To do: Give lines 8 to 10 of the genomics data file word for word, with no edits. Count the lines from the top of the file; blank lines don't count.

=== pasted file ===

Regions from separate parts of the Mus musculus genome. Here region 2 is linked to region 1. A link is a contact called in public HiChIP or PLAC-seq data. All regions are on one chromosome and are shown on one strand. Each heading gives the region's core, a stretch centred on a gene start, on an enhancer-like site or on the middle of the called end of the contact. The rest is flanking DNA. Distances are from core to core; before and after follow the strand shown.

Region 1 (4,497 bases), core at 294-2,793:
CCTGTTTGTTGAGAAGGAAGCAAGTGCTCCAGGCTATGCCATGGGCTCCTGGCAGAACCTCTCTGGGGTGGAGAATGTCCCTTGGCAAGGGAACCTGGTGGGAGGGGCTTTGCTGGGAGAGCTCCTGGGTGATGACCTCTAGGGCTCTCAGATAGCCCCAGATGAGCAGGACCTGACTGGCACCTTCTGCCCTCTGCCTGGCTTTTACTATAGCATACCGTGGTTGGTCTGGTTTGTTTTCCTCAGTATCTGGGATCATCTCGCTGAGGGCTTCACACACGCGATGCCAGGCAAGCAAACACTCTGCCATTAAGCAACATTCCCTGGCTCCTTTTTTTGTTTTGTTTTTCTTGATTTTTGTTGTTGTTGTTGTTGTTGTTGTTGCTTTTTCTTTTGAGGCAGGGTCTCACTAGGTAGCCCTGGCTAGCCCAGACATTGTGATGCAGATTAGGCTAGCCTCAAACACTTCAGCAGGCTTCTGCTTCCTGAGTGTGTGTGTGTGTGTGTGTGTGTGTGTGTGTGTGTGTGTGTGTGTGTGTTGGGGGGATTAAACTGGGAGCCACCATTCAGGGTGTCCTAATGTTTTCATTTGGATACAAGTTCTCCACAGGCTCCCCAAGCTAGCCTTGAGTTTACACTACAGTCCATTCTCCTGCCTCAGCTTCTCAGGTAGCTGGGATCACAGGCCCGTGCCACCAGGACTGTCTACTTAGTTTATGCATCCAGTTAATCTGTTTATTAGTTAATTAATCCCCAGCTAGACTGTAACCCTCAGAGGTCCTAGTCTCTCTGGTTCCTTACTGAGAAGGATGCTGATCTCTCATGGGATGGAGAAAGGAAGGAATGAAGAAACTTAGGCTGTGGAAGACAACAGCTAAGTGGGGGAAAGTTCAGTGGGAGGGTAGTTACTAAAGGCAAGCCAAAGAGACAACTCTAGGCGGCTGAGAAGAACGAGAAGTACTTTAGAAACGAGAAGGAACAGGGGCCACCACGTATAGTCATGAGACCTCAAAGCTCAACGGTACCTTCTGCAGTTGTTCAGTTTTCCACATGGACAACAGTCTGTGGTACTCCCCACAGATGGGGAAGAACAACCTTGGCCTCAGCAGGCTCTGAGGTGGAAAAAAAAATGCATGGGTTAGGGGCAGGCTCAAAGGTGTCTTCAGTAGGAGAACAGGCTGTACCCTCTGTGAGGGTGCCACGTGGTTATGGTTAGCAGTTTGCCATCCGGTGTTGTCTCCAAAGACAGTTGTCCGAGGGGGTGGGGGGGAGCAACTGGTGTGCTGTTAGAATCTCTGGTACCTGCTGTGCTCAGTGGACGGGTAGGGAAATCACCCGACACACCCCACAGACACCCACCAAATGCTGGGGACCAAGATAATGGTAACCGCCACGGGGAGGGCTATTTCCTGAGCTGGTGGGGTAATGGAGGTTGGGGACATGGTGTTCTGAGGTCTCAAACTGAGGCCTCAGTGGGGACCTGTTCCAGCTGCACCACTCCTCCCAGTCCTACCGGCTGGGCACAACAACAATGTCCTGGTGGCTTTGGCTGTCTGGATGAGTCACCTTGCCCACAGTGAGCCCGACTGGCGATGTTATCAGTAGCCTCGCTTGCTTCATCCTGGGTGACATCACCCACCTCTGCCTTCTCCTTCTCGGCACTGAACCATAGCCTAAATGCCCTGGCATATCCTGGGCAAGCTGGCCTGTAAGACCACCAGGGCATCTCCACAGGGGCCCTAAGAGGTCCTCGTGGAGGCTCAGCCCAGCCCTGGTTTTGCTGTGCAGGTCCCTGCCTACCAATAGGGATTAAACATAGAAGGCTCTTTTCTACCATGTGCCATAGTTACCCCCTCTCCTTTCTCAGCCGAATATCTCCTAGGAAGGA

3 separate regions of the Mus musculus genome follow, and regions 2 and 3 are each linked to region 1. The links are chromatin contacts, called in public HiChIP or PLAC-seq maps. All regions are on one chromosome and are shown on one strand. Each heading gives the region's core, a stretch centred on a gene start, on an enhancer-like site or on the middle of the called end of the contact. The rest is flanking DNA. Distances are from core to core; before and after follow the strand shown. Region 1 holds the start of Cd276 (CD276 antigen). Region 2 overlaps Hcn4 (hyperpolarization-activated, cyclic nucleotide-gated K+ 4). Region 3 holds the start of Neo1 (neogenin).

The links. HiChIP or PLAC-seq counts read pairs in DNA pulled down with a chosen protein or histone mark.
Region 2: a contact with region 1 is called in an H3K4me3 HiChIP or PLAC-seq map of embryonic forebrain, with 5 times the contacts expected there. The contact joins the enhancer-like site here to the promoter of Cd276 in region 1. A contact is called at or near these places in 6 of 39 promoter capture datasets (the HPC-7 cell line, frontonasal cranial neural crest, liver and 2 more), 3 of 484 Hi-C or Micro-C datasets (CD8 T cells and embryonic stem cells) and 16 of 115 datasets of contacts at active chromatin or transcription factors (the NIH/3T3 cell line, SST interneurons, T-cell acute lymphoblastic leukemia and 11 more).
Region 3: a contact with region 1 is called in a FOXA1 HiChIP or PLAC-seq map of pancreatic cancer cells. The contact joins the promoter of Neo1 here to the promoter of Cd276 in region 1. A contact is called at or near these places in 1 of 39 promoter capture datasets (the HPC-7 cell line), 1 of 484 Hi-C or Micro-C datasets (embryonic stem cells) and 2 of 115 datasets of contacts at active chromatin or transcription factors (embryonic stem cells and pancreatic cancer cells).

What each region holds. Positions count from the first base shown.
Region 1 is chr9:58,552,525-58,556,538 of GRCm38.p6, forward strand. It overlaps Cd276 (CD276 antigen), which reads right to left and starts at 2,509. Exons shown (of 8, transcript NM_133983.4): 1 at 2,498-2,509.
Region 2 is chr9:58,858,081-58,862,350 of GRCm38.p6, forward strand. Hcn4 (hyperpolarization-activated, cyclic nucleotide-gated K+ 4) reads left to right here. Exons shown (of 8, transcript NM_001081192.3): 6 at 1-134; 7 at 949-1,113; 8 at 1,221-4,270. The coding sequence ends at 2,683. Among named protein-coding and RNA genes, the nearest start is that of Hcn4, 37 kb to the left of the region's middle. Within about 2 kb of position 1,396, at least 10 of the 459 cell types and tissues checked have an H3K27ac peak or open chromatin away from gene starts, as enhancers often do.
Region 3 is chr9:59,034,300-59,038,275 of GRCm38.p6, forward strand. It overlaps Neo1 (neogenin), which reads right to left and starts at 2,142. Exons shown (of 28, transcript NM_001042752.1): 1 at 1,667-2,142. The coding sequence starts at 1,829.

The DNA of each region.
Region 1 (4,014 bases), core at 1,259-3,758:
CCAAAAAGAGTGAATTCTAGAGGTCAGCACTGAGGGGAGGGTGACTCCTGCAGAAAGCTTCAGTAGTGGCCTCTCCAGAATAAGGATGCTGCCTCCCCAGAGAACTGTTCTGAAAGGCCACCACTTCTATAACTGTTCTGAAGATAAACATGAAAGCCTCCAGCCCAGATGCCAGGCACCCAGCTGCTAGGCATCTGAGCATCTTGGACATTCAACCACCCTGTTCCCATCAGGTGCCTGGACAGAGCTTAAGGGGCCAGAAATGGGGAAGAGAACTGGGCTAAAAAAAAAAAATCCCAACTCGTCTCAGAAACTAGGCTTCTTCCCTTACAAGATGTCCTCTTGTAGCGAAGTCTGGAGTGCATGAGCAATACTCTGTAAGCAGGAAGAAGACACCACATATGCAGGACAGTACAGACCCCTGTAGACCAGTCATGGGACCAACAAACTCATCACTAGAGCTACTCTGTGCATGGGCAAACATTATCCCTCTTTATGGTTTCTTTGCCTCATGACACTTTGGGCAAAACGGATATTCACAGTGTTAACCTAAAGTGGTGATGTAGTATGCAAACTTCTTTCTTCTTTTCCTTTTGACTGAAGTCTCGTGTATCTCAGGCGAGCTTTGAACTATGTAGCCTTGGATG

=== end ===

What each region holds. Positions count from the first base shown.
Region 1 is chr9:58,552,525-58,556,538 of GRCm38.p6, forward strand. It overlaps Cd276 (CD276 antigen), which reads right to left and starts at 2,509. Exons shown (of 8, transcript NM_133983.4): 1 at 2,498-2,509.
Region 2 is chr9:58,858,081-58,862,350 of GRCm38.p6, forward strand. Hcn4 (hyperpolarization-activated, cyclic nucleotide-gated K+ 4) reads left to right here. Exons shown (of 8, transcript NM_001081192.3): 6 at 1-134; 7 at 949-1,113; 8 at 1,221-4,270. The coding sequence ends at 2,683. Among named protein-coding and RNA genes, the nearest start is that of Hcn4, 37 kb to the left of the region's middle. Within about 2 kb of position 1,396, at least 10 of the 459 cell types and tissues checked have an H3K27ac peak or open chromatin away from gene starts, as enhancers often do.